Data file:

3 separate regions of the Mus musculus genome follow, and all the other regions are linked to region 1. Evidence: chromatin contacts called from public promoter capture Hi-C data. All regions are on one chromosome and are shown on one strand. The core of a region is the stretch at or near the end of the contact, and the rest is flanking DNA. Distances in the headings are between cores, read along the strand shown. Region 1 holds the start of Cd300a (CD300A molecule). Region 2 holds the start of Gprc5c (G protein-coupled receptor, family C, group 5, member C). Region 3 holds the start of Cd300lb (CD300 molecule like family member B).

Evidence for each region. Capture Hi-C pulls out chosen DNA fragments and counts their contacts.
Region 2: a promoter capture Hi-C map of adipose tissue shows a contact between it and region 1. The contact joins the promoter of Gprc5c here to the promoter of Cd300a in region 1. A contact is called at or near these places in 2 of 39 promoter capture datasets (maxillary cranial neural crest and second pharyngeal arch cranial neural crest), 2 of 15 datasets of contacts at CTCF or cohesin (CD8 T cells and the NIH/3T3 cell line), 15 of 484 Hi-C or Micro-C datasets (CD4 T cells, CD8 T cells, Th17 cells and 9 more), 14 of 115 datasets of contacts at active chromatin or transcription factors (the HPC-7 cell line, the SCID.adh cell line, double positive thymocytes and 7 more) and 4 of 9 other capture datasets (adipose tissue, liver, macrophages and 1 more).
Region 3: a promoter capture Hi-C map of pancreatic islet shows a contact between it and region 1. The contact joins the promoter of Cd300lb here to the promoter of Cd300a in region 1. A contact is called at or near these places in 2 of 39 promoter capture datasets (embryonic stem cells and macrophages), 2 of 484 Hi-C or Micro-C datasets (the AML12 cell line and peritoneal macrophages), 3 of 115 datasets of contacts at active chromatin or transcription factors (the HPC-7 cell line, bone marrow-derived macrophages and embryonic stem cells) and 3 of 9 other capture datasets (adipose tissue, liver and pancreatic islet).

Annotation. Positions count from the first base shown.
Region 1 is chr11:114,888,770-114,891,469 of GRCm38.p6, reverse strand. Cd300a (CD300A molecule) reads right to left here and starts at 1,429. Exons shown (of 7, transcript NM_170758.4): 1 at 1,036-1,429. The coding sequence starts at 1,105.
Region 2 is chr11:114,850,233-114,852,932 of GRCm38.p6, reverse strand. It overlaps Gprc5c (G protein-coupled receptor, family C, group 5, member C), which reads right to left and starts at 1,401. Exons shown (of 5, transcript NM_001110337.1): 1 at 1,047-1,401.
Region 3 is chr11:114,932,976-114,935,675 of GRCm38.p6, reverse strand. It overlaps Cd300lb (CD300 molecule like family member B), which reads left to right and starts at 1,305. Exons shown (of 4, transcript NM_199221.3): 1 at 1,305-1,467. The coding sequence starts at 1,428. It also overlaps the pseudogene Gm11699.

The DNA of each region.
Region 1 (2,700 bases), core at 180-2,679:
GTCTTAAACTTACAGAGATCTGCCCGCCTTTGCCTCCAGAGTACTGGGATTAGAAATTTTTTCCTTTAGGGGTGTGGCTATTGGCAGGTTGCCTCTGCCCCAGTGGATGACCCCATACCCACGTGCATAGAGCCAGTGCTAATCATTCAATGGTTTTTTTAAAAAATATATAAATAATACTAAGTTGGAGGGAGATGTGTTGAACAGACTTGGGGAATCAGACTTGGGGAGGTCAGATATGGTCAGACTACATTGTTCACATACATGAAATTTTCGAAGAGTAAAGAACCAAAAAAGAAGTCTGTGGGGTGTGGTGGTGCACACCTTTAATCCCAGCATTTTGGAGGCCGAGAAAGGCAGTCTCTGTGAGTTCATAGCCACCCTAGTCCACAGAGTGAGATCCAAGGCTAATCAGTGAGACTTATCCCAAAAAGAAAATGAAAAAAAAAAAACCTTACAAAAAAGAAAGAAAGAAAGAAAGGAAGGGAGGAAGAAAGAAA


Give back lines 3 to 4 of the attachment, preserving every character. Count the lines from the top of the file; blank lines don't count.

Region 2: a promoter capture Hi-C map of adipose tissue shows a contact between it and region 1. The contact joins the promoter of Gprc5c here to the promoter of Cd300a in region 1. A contact is called at or near these places in 2 of 39 promoter capture datasets (maxillary cranial neural crest and second pharyngeal arch cranial neural crest), 2 of 15 datasets of contacts at CTCF or cohesin (CD8 T cells and the NIH/3T3 cell line), 15 of 484 Hi-C or Micro-C datasets (CD4 T cells, CD8 T cells, Th17 cells and 9 more), 14 of 115 datasets of contacts at active chromatin or transcription factors (the HPC-7 cell line, the SCID.adh cell line, double positive thymocytes and 7 more) and 4 of 9 other capture datasets (adipose tissue, liver, macrophages and 1 more).
Region 3: a promoter capture Hi-C map of pancreatic islet shows a contact between it and region 1. The contact joins the promoter of Cd300lb here to the promoter of Cd300a in region 1. A contact is called at or near these places in 2 of 39 promoter capture datasets (embryonic stem cells and macrophages), 2 of 484 Hi-C or Micro-C datasets (the AML12 cell line and peritoneal macrophages), 3 of 115 datasets of contacts at active chromatin or transcription factors (the HPC-7 cell line, bone marrow-derived macrophages and embryonic stem cells) and 3 of 9 other capture datasets (adipose tissue, liver and pancreatic islet).